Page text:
Thursday, May 16, 2013


HALLIE EPHRON: Thomas Kaufman has done the kind of work
the rest of us dream about -- he's a prize-winning cinematographer, shooting movies for the likes of National Geographic, the BBC, and PBS and working on gritty independent documentaries.  On top of that he's written two terrific mystery novels -- STEAL THE SHOW and DRINK THE TEA -- and his collection of short stories ERASED has just come out.

Welcome to Jungle Red!

HALLIE: Willis Gidney, the DC private eye in your series, is a born liar and an expert at the scam. In your short stories are you writing in a similarly darkly funny, gritty vein?
THOMAS KAUFMAN:   Yes.  I can't help it.  I've been to the best doctors, too.  Two of the stories in ERASED feature Willis, so the dark humor is there.  The rest of the stories range from funny to dead serious.

HALLIE: As a cinematographer, you've been the proverbial fly on the wall. Have those experiences fed your fiction?

TOM: Absolutely, it's been wonderful to film documentaries and interview so many diverse people.  I've learned a lot, especially from the cop shows I directed and shot. It all informs my writing.

HALLIE: Why short stories? Is there something about the form that appeals to you?

TOM: I'm a fan of short stories, from Guy de Maupassant to Somerset Maugham to Lawrence Block.  So I love the form.  Plus, some ideas lend themselves to the short story approach, I suppose. It's a way of trying something out, to see if it works. And if it does, maybe I can use it in a novel.  In a way, it's like using some new camera technology when shooting a commercial.  We're living through a Digital Revolution, and this is especially true in the field of media production.  So I'll get word of a new piece of gear, and the thirty second spot is a great way to try it out. If I like the new gear, whatever it is, I might use it on a longer form project. In a way, the short story is like that – I have something, a germ of an idea, and the short form is a way to try it out and see if I like it. If I do, that same idea may find its way into something longer.

HALLIE: Do you think you have a particularly cinematic style of writing? And just wondering if there's an up- and a down-side to that.

TOM: It's mostly an upside: readers have told me they can "see" the scenes unfolding as they read them. After so many years behind the viewfinder of a camera, I tend to visualize the scenes when writing them.  I'm also interested in body language and gesture, and try to include that information, if I can do it in a way the feels natural. If you look at the paintings of the Impressionists, you can see how important body language was to their method of telling a visual story.  As to the downside? When I finish a writing scene I yell "Cut!" That really annoys the folks at Starbuck's.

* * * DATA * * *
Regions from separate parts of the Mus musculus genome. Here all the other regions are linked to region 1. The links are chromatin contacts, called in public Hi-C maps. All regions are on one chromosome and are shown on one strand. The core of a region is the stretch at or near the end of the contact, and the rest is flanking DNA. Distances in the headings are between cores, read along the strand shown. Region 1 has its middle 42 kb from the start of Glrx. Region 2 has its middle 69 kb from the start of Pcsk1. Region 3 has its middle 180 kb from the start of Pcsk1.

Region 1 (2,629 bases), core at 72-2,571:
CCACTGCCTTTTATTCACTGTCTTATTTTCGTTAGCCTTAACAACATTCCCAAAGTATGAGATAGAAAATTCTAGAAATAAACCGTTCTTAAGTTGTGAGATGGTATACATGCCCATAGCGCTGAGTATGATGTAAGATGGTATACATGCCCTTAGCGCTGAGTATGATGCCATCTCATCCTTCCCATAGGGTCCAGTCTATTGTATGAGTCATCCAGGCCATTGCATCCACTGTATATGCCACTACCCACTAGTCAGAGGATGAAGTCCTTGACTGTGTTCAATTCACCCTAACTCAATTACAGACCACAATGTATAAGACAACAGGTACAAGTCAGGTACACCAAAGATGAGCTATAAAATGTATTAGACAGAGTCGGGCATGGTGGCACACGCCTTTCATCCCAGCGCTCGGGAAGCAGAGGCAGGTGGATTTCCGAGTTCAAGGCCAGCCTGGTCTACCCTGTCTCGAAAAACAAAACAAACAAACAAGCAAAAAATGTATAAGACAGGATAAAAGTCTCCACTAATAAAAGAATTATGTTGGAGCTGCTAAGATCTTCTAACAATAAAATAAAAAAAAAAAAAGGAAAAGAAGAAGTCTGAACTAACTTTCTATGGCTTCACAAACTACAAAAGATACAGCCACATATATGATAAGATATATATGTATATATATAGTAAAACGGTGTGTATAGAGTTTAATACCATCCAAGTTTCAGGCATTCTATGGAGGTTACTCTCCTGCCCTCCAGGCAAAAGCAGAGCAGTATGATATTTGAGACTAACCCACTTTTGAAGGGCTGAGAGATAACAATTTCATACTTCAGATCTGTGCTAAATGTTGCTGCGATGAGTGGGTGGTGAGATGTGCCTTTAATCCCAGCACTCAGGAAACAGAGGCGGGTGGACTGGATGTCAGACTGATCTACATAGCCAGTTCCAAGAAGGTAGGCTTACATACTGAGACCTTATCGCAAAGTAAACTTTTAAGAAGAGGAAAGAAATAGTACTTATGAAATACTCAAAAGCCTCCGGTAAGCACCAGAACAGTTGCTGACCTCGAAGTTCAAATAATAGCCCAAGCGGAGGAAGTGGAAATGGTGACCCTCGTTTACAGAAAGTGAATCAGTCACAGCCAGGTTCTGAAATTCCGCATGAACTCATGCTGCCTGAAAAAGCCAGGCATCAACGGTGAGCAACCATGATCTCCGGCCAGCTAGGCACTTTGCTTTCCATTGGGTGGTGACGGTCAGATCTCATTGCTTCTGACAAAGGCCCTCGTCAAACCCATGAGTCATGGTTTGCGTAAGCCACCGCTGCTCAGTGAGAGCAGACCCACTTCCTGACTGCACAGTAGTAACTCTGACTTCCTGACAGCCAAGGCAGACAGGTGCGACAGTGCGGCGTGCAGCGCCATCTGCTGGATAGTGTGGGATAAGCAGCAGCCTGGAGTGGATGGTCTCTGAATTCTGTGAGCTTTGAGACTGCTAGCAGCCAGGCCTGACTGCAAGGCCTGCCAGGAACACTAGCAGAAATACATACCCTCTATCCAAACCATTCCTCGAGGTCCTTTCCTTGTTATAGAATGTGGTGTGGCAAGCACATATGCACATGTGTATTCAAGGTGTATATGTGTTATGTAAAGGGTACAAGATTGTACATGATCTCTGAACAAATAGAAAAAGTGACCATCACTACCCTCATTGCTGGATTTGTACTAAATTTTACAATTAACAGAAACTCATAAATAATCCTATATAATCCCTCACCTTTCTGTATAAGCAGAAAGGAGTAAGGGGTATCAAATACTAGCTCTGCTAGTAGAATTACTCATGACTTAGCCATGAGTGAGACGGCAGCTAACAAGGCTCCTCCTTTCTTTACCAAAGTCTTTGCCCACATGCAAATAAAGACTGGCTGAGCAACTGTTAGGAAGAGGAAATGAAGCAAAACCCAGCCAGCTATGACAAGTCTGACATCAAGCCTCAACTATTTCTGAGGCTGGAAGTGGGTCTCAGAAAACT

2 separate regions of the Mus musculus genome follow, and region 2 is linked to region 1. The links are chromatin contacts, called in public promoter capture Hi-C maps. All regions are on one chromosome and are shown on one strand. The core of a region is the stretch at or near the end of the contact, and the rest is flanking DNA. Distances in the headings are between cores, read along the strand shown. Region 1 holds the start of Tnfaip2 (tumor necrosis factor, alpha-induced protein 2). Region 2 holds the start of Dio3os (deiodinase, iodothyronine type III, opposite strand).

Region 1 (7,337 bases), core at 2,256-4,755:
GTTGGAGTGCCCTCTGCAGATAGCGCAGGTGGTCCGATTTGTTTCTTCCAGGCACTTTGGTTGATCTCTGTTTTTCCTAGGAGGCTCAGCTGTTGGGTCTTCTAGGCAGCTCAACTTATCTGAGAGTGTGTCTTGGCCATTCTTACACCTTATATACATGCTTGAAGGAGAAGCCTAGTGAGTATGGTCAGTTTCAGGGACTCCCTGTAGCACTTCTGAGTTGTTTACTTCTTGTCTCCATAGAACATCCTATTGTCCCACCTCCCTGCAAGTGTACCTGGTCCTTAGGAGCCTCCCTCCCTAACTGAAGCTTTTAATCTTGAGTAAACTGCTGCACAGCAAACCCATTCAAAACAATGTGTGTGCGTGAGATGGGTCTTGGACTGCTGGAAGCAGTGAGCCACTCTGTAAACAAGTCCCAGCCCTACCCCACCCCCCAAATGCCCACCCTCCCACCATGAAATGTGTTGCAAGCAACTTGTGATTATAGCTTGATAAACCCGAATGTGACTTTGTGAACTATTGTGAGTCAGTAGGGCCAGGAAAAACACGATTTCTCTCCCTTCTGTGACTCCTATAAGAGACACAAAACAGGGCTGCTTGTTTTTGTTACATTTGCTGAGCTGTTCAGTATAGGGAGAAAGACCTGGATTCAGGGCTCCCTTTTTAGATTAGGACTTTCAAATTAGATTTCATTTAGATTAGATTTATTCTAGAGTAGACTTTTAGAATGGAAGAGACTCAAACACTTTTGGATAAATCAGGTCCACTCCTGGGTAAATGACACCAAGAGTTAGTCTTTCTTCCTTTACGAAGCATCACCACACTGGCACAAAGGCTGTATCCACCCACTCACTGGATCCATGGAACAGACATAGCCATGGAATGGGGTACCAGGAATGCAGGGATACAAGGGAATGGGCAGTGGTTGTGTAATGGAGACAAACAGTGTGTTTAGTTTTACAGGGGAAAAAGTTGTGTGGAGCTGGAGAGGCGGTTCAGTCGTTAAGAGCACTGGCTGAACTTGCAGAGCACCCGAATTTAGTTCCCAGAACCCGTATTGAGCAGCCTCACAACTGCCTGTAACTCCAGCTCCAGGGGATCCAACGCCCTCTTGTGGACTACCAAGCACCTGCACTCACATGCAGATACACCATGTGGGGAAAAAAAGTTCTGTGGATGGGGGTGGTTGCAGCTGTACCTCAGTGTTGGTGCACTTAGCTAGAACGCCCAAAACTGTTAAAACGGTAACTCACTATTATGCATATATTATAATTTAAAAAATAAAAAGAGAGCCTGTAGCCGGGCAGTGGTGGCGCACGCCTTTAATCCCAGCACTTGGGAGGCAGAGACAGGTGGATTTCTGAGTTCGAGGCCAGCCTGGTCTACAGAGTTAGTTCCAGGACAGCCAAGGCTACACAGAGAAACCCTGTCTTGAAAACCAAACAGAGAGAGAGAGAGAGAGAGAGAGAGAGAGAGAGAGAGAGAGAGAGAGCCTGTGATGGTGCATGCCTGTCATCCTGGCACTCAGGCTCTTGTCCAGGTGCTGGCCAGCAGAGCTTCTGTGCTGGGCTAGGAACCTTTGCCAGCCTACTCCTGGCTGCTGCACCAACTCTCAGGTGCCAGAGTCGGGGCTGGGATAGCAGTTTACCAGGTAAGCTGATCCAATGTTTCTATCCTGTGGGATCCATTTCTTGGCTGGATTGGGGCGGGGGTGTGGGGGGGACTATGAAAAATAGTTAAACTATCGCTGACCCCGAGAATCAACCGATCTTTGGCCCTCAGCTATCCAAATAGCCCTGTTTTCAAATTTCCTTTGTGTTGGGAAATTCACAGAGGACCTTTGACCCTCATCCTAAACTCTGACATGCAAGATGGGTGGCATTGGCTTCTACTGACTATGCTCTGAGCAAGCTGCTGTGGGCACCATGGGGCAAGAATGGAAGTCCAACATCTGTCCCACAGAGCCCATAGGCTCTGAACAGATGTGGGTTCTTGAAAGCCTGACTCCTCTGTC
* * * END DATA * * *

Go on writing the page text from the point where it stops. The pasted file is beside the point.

HALLIE: Tell us about one of the stories in the collection, and what the idea grew out of?

TOM:  I was researching precious violins and came across a Nazi program called Sonderstab Musik  a program designed to target and acquire valuable musical instruments from Jews before they were taken to the death camps.  In Washington, DC there the United States Memorial Holocaust Museum, where I had filmed with Walter Cronkite and Elli Wiesel.  I had also filmed interviews with survivors of the camps.  So those experiences melded together, and from them I wrote the story FORSAKEN, which is the longest piece in the collection.

HALLIE: Gotta say, I love your titles. Where did ERASED come from?

TOM: During the summer when I was seventeen, I worked as a sandblaster. Just one of the many bizarre jobs I've held.  Now, sandblasting is hard work.  The nozzle is heavy, and you sweat under the protective gear.  Usually you're on a scaffold on the outside of a brick building, so there's a risk of falling.  And if you're not careful, you can bore a hole right through the side of a building.  You have to concentrate.  So there I was, up high, with my hood and my gloves and my air supply, and I come across a stone ornament, part of the façade. Now I have to be even more careful here, or I might erase the entire ornament.  So I suppose that was the germ of the story.

I didn't give it another thought until thirty years later.  It was on that same shoot with Walter Cronkite, we interviewed a survivor who told us about a day when the Nazis came and took all the adults of her village to the country to work in the fields. When the adults came back that night, they discovered the Nazis had abducted every child in the town.  These children were never seen again.  So that story somehow mixed with my experience as a sandblaster, and the result is ERASED

I wish I could explain it better. All I can say is that writers are like magpies we're always on the lookout for whatever interests us, and we file these things away until we need them. 

HALLIE: Tom will be giving away a copy of ERASED to one lucky commenter!

DEBS chiming in here: I love the way Tom talks about the ideas for his stories coming together from such diverse places. It's that way for me, too. And I can't wait to read ERASED.

Here's the Kindle link!


  1. Your titles make me sweat. I'm on edge just thinking about what is inside the book.

  2. Thanks, Reine. I hope you get a chance to read it. Maybe I could send you a paper fan?

  3. Marianne in MaineMay 16, 2013 at 8:54 AM

    Another author to add to my TBR list. Thank you, JRW.

    Tom, thanks for your perspective. I can't wait to read these books. I don't usually seek out short stories but this collection sounds wonderful.

  4. Hi Marianne,

    I'm glad you're interested. They were fun stories to write. Let me know what you think, once you've had a chance to read it.

  5. I've starting reading short stories again in the past year, and am looking for recent collections. Yours will be added to my list! I liked your sense of humor in this blog post. If that's an indication of what I can find in some of your stories, I think I'm in for a treat!